“God expected too much of me. Now I need to find my own path” ~ Unorthodox, 2020.
The Netflix original series, Unorthodox based on the book Unorthodox: The Scandalous Rejection of My Hasidic Roots by Deborah Feldman, created by Anna Winger and Alexa Karolinski, exceptionally illustrates the story of conquering hope and freedom. The series portrays the escape of a 19-year-old girl to Berlin with the expectation of leaving behind her community and starting a secular life. The protagonist of the story, Esther Shapiro (played by Shira Hass) belongs to Hasidic Jew community in Williamsburg, Brooklyn. The series portrays her life story by juxtaposing the incidents of her past and present in four parts which enable the audience to empathize with her rejection of the Satnar community.
The religious community appears to be extremely closed knit as the history of holocaust haunts them till date. In spite of the community being characterized by strict conservative religious doctrines, there is a constant attempt of shielding from any form of ‘outside influence’ which shall challenge the process of safeguarding the community. Esther Shapiro addressed in the series as Esty was socialized to believe that ‘marriage and making family’ are inherently important roles of the women of the community. The scenes that are established in Williamsburg are in Yiddish language and they manage to give a detailed understanding of the rigidity and conservatism within the community which eventually led Esty to seek herself outside the community.
In Berlin, Esty’s visit to different places remarkably suggests her opening up and re-discovering of the new self in every step. It is significant to address her visit to the lake in Berlin, where while standing in water she takes off her wig, revealing her shaved head. The act symbolically represented her feeling of liberation from the shackles of her community. The religious doctrine of the community suggests how a married woman’s hair should never be seen by anyone other than her husband. Thus, these married women adhere to shaving their heads and choose to cover their head with a cloth or shieitel or wig. The disbelief amongst her family to find out her escape to no other place but Germany is extremely significant and ironic.
While coming to Berlin, she felt like she finally broke free from her community, but her husband, Yanky (played by Amit Rahav) along with one of his cousin arrives at Berlin with the hope of bringing her back to the community, as per the order of the Rabbi (the spiritual leader and religious teacher in the Jewish community). They only adhered to taking such a decision as they discovered she was pregnant. The sense of entitlement with the ‘child’ as the collective possession of the community, is what led them to reach out for Esty, but not for her own sake.
Unorthodox illustrated how within the close community, the doctrine strictly delineates the role of being a man and a woman. While male members of the community are expected to spend their life indulging in scholarly study of religious text, the women of the family are anticipated to devote themselves in faith, family and home. But this custom exerted added pressure on married women as this only identified them as reproductive agents. When one of Esty’s friends in Berlin described these women as ‘baby-making machines’ but Esty immediately stood up against that by claiming, ‘I am not a baby-making machine’.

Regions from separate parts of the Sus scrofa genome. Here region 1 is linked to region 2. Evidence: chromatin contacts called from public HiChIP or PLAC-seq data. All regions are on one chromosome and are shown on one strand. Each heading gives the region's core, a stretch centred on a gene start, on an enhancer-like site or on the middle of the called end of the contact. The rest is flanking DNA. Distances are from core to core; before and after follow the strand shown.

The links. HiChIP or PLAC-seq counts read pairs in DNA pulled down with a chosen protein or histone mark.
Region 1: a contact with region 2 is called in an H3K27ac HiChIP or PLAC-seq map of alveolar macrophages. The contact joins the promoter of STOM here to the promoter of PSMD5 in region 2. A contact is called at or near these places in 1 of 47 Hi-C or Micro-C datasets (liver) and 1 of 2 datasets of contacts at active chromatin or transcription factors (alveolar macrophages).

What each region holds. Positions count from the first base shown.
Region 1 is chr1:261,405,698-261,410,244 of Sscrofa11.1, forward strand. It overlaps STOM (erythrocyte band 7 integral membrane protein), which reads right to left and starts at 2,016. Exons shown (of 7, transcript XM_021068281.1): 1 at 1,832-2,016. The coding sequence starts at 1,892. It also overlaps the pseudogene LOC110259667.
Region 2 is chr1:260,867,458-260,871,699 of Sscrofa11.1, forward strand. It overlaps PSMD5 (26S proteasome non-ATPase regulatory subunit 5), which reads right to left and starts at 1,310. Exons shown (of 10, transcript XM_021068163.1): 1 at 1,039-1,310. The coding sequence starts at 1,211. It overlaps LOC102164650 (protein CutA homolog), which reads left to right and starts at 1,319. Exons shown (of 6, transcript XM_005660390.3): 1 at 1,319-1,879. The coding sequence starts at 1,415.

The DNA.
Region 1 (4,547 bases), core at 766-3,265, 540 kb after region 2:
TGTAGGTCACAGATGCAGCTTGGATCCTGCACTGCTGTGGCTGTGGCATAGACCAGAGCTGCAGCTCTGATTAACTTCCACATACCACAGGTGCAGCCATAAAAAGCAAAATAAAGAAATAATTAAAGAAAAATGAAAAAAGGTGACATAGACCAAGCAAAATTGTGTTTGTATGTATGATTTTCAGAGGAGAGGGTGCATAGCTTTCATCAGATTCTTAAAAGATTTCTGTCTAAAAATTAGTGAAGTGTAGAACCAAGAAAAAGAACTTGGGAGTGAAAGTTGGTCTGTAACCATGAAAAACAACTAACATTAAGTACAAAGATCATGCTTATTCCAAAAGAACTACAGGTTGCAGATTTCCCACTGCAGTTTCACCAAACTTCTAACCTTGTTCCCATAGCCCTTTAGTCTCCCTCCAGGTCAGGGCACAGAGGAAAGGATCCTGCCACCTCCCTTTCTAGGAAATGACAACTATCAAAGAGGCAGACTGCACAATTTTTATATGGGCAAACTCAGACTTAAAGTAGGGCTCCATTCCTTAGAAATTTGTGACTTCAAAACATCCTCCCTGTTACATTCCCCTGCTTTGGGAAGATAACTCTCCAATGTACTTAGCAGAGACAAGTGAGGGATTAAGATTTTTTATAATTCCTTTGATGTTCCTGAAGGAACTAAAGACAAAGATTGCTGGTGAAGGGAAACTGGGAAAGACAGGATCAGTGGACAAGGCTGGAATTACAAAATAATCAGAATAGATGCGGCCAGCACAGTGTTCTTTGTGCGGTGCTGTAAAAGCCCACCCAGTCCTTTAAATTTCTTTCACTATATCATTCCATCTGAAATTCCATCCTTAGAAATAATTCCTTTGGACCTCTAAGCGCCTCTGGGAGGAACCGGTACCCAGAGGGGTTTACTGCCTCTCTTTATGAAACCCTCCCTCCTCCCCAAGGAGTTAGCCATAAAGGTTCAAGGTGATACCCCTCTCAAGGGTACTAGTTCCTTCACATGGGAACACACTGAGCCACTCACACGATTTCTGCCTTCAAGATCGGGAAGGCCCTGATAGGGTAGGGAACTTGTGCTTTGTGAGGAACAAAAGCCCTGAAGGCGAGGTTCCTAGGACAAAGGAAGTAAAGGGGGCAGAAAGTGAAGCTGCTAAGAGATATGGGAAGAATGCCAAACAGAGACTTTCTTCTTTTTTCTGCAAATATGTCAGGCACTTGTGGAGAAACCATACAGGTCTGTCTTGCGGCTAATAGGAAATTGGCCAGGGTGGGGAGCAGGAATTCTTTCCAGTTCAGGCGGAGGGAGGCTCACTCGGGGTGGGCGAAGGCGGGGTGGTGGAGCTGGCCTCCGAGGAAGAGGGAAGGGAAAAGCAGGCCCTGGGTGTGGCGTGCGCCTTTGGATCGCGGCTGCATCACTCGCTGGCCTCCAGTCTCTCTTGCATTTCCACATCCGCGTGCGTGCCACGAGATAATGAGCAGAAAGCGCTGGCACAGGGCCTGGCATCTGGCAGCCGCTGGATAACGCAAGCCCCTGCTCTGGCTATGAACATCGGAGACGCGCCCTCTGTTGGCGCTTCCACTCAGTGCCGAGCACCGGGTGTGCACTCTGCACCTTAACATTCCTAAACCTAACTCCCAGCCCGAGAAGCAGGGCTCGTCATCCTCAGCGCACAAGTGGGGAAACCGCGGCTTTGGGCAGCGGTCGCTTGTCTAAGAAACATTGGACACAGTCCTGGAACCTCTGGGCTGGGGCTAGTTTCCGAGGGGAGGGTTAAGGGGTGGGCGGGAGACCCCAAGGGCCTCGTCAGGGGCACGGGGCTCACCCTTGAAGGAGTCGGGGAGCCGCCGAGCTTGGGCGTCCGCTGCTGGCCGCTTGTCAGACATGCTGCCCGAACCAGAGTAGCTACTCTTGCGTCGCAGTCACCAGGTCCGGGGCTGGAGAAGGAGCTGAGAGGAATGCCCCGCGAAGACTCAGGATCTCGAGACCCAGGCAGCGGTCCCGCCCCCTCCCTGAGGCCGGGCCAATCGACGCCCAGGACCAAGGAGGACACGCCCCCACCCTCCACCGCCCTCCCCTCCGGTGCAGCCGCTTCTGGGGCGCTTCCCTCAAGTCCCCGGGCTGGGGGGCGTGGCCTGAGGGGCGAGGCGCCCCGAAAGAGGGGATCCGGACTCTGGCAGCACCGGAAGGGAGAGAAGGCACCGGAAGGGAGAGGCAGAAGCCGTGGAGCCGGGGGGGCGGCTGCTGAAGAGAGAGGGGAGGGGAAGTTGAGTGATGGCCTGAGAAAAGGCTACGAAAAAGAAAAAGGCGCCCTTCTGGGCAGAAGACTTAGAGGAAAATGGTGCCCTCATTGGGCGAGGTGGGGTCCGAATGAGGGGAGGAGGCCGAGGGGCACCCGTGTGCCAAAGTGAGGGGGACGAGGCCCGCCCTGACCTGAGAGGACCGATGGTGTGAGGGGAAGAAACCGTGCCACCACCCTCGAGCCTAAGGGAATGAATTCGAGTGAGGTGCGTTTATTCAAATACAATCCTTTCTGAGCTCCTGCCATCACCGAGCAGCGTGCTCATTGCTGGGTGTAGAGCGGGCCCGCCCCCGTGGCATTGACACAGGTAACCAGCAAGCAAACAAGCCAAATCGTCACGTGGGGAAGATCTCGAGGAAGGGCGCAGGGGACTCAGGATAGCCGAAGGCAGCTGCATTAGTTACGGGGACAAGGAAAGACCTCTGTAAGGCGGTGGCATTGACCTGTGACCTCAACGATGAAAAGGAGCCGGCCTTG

Also read: Film Review: My Happy Family Explores Women’s Agency To Choose Freedom
While men in the community decided on the rules and the regulations, it was the older women who acted as active enablers of those into practice. Esty’s interaction with these women throughout the narrative implied how women often occupy the role of agents of perpetuating patriarchy within families. Her struggles to play her ‘role’ in her arranged marriage and her experience of intimacy with her husband cannot be separated. Her interaction with her mother-in law, who advised Esty to be able to make her husband feel like a ‘king’ in the bed, and women’s role during sex as passive, suggests how the act of ‘sex’ was nothing but a venture with solely the outcome of procreation. Esty goes on to discover intimacy very differently in Berlin and realizes how her initial experience was nothing but violation.
Esty came across a bunch of friends in Berlin who eventually helped her to find her way into a prestigious music school in the city. Her reaction after consuming ‘different’ food in Berlin for the first time beautifully illustrated how we are not only taught the rules but also our reactions to disregard other cultures often are prejudiced and defined. Her reunion with her mother, only to realize the latter too was a survivor like herself, illustrates how her narrative is not an isolated one.
Also read: 4 Women-Led Sitcoms To Binge Watch If You Are Feeling Low During Quarantine
The voices of these women in close religious communities are often silenced and erased. In spite of choosing Berlin as her destination of freedom, she is constantly compassionate about the historical oppression and violation, her community has faced in the same place, during the Second World War. She is neither completely forgetful of the past nor unwelcoming of her present opportunities. In the end, she denies to return to her roots as she prioritizes her sense of dignity and respect for herself. Her attempt of trying to find who she really is by exhibiting courage and revolution, resonate an unorthodox perspective.
Featured Image Source: Netflix
Very well-written Joyoti! I love how you mentioned women as enablers of patriarchy along with the men in the community. This is something we don’t discuss as much. More power to you 🙂
Comments are closed.